With the NHL announcing their plan for getting back into game action, you can bet that every playoff team is taking this time to study as much as they can about their play-in opponent. Pouring over the video to inspect their power play formation, set faceoff plays, etc. in order to figure out ways to contain their strengths and exploit any weaknesses.
For coaches of any level, there is also value in studying how NHL teams execute strategic systems at the highest skill. What strategies are effective and why? What types of player personnel are needed and what causes breakdowns?
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As I do some prep work for some playoff analysis, I wanted to share some takeaways that I have had. Today, I want to focus on play away from the puck by taking a look at a common defensive zone strategy employed by NHL teams.
The strong-side overload
- Strengths: Forces offences to make mistakes. Effective against cycles down low and drives to the net from the corner.
- Weaknesses: Susceptible to backdoor passing plays.
- Requirements: Forward in the slot must have their head on a swivel. Speedy forwards to quickly get into position.
The scheme we’ll be discussing is the strong-side overload.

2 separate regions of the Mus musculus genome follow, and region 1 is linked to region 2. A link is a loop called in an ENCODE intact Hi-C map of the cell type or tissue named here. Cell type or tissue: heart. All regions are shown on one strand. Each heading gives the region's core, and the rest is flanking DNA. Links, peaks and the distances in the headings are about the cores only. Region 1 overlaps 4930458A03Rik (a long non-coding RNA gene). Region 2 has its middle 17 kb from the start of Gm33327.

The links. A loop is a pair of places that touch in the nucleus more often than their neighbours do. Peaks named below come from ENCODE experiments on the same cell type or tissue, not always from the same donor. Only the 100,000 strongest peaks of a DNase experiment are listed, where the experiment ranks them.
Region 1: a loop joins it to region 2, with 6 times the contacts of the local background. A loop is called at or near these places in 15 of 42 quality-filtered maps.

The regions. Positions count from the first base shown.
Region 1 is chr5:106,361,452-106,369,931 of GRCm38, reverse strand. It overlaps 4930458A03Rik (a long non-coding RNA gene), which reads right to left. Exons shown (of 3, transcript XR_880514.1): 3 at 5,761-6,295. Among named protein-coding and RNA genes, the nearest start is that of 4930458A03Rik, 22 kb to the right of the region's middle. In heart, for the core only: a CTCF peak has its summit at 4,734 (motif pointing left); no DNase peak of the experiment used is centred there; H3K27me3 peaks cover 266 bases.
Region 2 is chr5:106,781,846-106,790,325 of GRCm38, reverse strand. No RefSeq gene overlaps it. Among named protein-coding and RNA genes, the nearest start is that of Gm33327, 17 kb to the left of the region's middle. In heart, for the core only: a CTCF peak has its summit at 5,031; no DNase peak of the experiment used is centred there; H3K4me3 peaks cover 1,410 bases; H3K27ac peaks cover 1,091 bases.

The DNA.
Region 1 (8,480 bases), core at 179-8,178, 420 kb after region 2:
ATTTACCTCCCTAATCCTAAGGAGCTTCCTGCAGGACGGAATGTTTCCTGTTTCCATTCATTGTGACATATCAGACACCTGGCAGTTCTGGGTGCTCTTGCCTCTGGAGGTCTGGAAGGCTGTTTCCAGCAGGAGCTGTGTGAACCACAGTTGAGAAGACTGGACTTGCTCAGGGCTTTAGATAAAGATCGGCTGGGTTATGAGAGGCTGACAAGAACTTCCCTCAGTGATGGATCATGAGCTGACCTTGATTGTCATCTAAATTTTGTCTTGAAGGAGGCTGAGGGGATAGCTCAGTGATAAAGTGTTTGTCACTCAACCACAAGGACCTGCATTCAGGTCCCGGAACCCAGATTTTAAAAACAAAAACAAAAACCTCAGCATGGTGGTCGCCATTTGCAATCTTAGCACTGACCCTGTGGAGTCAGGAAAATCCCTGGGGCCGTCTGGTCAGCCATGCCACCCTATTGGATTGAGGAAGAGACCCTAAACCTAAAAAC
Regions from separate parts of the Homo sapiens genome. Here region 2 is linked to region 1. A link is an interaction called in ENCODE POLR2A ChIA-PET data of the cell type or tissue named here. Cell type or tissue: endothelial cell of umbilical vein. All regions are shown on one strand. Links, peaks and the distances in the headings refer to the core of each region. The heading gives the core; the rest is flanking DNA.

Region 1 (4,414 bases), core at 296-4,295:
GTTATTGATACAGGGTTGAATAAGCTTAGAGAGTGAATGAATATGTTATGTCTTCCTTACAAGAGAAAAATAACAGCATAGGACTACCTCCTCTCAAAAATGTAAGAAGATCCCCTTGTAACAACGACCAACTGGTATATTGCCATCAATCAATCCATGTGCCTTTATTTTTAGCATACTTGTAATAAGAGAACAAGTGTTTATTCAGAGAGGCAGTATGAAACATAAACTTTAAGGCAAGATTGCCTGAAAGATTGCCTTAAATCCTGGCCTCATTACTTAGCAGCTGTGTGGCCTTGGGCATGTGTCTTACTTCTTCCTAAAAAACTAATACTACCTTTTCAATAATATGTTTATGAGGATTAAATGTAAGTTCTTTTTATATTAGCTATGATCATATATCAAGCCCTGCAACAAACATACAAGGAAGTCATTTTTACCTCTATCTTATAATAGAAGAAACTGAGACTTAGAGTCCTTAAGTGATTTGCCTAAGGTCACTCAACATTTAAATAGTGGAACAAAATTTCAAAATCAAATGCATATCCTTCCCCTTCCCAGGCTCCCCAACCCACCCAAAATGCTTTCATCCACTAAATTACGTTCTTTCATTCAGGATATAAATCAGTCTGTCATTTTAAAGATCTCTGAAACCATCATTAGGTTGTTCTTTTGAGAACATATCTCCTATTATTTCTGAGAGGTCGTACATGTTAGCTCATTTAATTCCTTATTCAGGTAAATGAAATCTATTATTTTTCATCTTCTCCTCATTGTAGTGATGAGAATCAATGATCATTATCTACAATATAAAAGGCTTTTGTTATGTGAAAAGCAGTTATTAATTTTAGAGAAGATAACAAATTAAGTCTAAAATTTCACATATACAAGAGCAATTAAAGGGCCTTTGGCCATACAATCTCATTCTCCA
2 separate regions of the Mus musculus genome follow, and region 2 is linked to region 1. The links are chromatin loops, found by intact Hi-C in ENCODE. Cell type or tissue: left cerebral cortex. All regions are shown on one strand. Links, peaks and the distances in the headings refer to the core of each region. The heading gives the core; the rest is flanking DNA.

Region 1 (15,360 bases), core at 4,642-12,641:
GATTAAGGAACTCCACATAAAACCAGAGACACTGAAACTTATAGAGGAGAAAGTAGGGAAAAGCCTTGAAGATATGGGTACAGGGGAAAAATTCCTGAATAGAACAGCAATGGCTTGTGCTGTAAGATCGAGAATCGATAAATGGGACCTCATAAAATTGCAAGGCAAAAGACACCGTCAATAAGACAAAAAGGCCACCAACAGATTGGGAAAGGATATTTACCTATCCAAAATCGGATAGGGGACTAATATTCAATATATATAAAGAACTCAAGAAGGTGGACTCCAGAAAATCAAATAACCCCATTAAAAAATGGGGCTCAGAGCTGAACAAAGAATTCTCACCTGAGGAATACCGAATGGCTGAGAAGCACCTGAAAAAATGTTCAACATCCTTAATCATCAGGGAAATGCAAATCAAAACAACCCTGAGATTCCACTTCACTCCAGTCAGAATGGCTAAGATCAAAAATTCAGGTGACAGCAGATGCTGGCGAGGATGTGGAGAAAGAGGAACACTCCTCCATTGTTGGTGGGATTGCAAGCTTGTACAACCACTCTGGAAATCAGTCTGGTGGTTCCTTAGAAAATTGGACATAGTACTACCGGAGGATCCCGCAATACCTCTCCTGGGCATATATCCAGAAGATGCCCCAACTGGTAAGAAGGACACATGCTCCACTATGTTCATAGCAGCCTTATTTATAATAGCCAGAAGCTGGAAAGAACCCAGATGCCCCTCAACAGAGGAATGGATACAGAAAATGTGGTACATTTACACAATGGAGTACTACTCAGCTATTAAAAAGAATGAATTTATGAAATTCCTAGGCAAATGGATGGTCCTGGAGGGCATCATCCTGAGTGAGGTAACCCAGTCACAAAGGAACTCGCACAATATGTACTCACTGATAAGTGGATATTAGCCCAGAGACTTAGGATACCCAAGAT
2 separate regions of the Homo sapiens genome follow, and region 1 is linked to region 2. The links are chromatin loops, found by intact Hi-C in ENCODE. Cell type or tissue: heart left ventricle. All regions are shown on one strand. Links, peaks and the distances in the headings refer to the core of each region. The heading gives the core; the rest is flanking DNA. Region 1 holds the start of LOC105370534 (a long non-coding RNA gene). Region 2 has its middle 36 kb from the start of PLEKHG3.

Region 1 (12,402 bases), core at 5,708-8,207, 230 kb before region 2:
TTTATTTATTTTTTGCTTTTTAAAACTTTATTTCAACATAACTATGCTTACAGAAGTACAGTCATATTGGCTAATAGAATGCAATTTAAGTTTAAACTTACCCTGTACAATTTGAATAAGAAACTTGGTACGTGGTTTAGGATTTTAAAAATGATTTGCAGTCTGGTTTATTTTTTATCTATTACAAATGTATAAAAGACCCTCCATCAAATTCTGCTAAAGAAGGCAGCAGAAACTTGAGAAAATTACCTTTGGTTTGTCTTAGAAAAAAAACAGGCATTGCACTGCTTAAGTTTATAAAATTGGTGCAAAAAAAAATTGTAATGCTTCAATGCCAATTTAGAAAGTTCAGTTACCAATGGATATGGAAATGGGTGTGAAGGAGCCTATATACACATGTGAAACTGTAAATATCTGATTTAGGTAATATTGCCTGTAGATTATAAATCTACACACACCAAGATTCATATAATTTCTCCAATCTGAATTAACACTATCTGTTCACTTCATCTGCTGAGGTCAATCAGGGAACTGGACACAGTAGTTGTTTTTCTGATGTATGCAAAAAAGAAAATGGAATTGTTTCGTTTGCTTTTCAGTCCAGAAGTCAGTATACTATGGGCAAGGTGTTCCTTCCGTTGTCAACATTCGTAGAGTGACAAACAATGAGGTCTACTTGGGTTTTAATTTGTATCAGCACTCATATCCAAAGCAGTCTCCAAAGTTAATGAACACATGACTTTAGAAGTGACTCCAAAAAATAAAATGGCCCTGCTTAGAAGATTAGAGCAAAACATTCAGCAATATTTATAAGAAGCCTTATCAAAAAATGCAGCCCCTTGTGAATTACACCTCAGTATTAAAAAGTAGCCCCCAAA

In this strategy, defending teams are looking to split the ice in half with the goal of outnumbering their opponents. By limiting the attacking team’s time and space to maneuver, defending teams are pressuring turnovers and can quickly break out due to the positional support and numerical advantage built into the strategy.
As you can see, all five defending players are shifted over to the strong side of the ice. The F1 is in constant support of the defender pressuring the puck and makes sure that there isn’t a clear lane to drive to the net if the on-puck defender gets beat.
The strong side winger (F2/F3) can jump in and help if there is a scrum along the boards but his main role is to provide a passing outlet should their team win back possession of the puck while also being prepared to cover the point man.
The forward in the slot is crucial to the success of the overload strategy. Because the defending team is committing to a numbers advantage on one half of the ice, that means there is potential for an attacking player to float behind the defence and find himself alone on the weak-side. This is where the forward in the slot needs to have his head on a swivel and be sure that any passing lane to a sneaky attacking player is covered.
The other key aspect of this strategy is how defending teams adjust when the puck is moved from one side of the ice to the other. This is where we can inspect some video for a real-world example.
In the following clip, the Vancouver Canucks’ top line of Elias Pettersson, J.T. Miller, and Tyler Toffoli does a fantastic job of holding their structure while the puck is moved from the right-wing corner to the left. As the puck bounces to the right-wing corner, Pettersson (#40) is the first defending player in position to make a play on the puck. Troy Stecher (#51) is goal-side to support him and Miller (#9) and Toffoli (#73) move into their positions to overload the right-side.